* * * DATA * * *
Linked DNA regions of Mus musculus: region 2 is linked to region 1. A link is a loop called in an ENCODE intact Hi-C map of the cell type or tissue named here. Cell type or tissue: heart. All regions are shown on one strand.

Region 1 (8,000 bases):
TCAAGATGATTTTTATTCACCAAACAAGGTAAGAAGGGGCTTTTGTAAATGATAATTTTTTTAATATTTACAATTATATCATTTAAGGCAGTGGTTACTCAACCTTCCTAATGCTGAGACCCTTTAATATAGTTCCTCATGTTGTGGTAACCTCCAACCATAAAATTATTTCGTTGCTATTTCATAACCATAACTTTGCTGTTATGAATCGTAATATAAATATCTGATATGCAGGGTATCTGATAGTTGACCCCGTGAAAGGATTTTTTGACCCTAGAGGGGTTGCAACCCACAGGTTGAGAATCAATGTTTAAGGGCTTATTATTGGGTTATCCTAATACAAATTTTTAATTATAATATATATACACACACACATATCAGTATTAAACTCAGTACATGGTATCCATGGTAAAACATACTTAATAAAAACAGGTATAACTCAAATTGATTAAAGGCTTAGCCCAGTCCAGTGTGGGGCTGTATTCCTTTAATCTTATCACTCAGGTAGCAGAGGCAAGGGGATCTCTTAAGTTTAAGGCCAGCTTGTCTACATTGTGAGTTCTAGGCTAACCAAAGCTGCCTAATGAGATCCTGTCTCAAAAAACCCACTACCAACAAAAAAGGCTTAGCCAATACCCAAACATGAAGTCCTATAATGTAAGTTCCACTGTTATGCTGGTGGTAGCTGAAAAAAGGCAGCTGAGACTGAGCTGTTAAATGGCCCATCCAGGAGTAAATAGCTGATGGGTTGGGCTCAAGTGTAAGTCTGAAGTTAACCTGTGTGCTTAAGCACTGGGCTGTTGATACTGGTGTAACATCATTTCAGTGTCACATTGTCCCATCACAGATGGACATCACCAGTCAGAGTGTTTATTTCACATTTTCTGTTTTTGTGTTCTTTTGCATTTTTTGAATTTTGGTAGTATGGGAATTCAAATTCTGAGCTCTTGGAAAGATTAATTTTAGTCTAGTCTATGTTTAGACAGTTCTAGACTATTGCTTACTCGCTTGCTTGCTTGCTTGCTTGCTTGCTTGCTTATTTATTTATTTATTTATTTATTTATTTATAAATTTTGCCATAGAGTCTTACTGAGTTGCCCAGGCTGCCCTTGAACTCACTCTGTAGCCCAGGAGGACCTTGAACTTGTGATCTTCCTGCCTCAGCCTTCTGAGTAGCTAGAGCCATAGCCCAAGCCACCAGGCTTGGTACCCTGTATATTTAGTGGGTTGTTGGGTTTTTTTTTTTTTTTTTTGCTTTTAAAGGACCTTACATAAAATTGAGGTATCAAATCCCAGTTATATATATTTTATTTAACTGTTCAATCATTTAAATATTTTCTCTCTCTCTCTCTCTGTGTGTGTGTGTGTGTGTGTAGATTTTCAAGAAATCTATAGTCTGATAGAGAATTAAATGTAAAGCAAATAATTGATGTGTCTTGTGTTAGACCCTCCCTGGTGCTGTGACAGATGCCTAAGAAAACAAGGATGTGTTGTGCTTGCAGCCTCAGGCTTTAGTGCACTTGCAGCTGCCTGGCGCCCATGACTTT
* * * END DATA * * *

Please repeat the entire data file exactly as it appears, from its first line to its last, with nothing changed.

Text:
Linked DNA regions of Mus musculus: region 2 is linked to region 1. A link is a loop called in an ENCODE intact Hi-C map of the cell type or tissue named here. Cell type or tissue: heart. All regions are shown on one strand.

Region 1 (8,000 bases):
TCAAGATGATTTTTATTCACCAAACAAGGTAAGAAGGGGCTTTTGTAAATGATAATTTTTTTAATATTTACAATTATATCATTTAAGGCAGTGGTTACTCAACCTTCCTAATGCTGAGACCCTTTAATATAGTTCCTCATGTTGTGGTAACCTCCAACCATAAAATTATTTCGTTGCTATTTCATAACCATAACTTTGCTGTTATGAATCGTAATATAAATATCTGATATGCAGGGTATCTGATAGTTGACCCCGTGAAAGGATTTTTTGACCCTAGAGGGGTTGCAACCCACAGGTTGAGAATCAATGTTTAAGGGCTTATTATTGGGTTATCCTAATACAAATTTTTAATTATAATATATATACACACACACATATCAGTATTAAACTCAGTACATGGTATCCATGGTAAAACATACTTAATAAAAACAGGTATAACTCAAATTGATTAAAGGCTTAGCCCAGTCCAGTGTGGGGCTGTATTCCTTTAATCTTATCACTCAGGTAGCAGAGGCAAGGGGATCTCTTAAGTTTAAGGCCAGCTTGTCTACATTGTGAGTTCTAGGCTAACCAAAGCTGCCTAATGAGATCCTGTCTCAAAAAACCCACTACCAACAAAAAAGGCTTAGCCAATACCCAAACATGAAGTCCTATAATGTAAGTTCCACTGTTATGCTGGTGGTAGCTGAAAAAAGGCAGCTGAGACTGAGCTGTTAAATGGCCCATCCAGGAGTAAATAGCTGATGGGTTGGGCTCAAGTGTAAGTCTGAAGTTAACCTGTGTGCTTAAGCACTGGGCTGTTGATACTGGTGTAACATCATTTCAGTGTCACATTGTCCCATCACAGATGGACATCACCAGTCAGAGTGTTTATTTCACATTTTCTGTTTTTGTGTTCTTTTGCATTTTTTGAATTTTGGTAGTATGGGAATTCAAATTCTGAGCTCTTGGAAAGATTAATTTTAGTCTAGTCTATGTTTAGACAGTTCTAGACTATTGCTTACTCGCTTGCTTGCTTGCTTGCTTGCTTGCTTGCTTATTTATTTATTTATTTATTTATTTATTTATAAATTTTGCCATAGAGTCTTACTGAGTTGCCCAGGCTGCCCTTGAACTCACTCTGTAGCCCAGGAGGACCTTGAACTTGTGATCTTCCTGCCTCAGCCTTCTGAGTAGCTAGAGCCATAGCCCAAGCCACCAGGCTTGGTACCCTGTATATTTAGTGGGTTGTTGGGTTTTTTTTTTTTTTTTTTGCTTTTAAAGGACCTTACATAAAATTGAGGTATCAAATCCCAGTTATATATATTTTATTTAACTGTTCAATCATTTAAATATTTTCTCTCTCTCTCTCTCTGTGTGTGTGTGTGTGTGTGTAGATTTTCAAGAAATCTATAGTCTGATAGAGAATTAAATGTAAAGCAAATAATTGATGTGTCTTGTGTTAGACCCTCCCTGGTGCTGTGACAGATGCCTAAGAAAACAAGGATGTGTTGTGCTTGCAGCCTCAGGCTTTAGTGCACTTGCAGCTGCCTGGCGCCCATGACTTT